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They sued the sperm donor that gave their son life | Why a judge dismissed their case

The family's lawyer said the judge "predictably ruled to immunize sperm banks from any responsibility in connection with the very sensitive business of creating life." She plans to appeal.

A Fulton County judge has once again dismissed a lawsuit trying to hold a Georgia company accountable for selling the sperm of a convicted felon, diagnosed with a serious mental health illness.

Judge Robert McBurney had already dismissed two other cases on the same grounds. But Wendy Norman still believes her case is different. The children in the other cases were younger and their claims were based off the fear of what could come. Norman knows exactly what has happened to her son.

The teen at the center of the most recent case has battled suicidal and even homicidal thoughts. Thoughts the family believes are due in part do his sperm donors own mental health condition.

Donor 9623 was diagnosed bipolar with schizoaffective disorder before he started donating sperm at Xytex. Court records indicate he donated for more than a decade, helping to conceive more than two dozen children. John is one of them.

While Norman’s lawsuit claimed negligence and false advertising for failing to properly vet donors claims, Judge McBurney ruled the lawsuit was really a claim of wrongful birth, which is not permitted under Georgia law.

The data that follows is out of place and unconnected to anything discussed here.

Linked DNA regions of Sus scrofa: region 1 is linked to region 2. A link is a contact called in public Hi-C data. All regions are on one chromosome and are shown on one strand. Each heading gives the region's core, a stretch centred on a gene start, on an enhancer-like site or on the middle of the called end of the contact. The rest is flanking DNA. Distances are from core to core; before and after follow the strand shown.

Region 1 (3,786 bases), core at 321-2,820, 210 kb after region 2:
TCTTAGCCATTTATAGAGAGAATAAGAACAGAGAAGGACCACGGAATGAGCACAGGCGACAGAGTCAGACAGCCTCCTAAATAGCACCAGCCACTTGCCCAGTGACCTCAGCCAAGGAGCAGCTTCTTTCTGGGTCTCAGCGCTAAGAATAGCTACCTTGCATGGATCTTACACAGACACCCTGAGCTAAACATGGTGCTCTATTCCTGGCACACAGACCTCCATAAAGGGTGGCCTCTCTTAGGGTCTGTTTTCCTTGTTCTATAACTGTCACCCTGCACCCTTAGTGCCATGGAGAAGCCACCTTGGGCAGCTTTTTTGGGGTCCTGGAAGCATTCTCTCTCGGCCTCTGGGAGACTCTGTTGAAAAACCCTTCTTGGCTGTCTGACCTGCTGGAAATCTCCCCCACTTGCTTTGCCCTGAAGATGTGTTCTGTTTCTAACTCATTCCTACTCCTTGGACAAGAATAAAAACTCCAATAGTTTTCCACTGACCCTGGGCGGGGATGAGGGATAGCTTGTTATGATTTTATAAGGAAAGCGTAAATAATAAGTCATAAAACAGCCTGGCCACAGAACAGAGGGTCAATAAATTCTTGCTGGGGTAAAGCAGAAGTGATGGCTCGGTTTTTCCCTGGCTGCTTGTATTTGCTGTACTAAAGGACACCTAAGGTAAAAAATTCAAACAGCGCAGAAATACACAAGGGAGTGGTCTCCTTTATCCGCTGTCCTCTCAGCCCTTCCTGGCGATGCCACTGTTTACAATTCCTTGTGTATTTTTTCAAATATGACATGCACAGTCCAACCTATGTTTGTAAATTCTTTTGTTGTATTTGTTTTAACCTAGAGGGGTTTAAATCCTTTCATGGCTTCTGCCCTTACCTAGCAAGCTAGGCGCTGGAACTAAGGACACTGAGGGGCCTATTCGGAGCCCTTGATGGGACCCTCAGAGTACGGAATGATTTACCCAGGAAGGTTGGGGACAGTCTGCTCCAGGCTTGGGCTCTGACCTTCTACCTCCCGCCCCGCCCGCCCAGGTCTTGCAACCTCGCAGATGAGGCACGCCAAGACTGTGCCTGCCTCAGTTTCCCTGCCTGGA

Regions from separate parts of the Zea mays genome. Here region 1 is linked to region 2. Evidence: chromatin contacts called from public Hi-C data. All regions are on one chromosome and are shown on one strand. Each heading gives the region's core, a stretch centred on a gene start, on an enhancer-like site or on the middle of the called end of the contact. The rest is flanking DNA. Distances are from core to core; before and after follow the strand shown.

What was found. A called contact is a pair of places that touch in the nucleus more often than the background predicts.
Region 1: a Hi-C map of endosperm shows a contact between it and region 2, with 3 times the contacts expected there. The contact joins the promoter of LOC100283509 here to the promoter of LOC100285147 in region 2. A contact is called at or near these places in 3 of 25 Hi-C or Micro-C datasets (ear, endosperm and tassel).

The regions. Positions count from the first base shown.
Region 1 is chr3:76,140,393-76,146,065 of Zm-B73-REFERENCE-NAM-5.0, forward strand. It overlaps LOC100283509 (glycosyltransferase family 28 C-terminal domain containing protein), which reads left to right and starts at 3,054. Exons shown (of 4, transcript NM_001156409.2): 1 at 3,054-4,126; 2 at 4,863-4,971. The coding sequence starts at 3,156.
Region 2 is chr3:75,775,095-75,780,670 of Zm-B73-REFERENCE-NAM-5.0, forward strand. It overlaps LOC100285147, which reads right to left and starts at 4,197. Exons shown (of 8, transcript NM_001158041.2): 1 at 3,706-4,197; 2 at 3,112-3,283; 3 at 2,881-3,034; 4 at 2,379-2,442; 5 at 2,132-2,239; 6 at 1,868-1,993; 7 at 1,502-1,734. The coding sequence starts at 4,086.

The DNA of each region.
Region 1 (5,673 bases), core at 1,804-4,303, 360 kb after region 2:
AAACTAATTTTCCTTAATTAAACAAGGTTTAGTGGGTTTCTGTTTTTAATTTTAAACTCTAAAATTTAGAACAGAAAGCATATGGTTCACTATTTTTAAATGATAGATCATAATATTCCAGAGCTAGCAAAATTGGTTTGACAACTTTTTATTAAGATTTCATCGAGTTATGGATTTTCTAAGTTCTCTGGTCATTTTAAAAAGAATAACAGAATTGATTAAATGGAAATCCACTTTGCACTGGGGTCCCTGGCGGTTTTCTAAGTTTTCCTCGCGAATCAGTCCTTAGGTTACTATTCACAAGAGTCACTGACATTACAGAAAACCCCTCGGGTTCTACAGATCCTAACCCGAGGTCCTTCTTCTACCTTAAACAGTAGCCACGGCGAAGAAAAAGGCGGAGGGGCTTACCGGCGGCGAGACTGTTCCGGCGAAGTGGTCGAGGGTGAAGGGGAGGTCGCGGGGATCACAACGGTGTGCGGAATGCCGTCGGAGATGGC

In his ruling, McBurney seemed to understand why parents were frustrated with the court’s inability to act writing, “Advances in science have – as they always do – outstripped advances in law and policy.” He later wrote, “The direction from the higher courts and the Legislature is clear – perhaps a step behind today’s science, but clear – and until that law is changed, it dictates the outcome of this case.”

Through their lawsuit, Norman and her son were hoping to force Xytex to inform every family that purchased donor 9623’s sperm that information on his profile were believed to be inaccurate. They did not learn the identity and true medical history of the donor until last year. They believe the information could have helped treat John better, and sooner.

The Norman’s attorney, Nancy Hersh, says she plans to appeal stating, “McBurney predictably ruled to immunize sperm banks from any responsibility in connection with the very sensitive business of creating life.”

CATCH UP | Why one family is taking the sperm bank who helped give their son life to court


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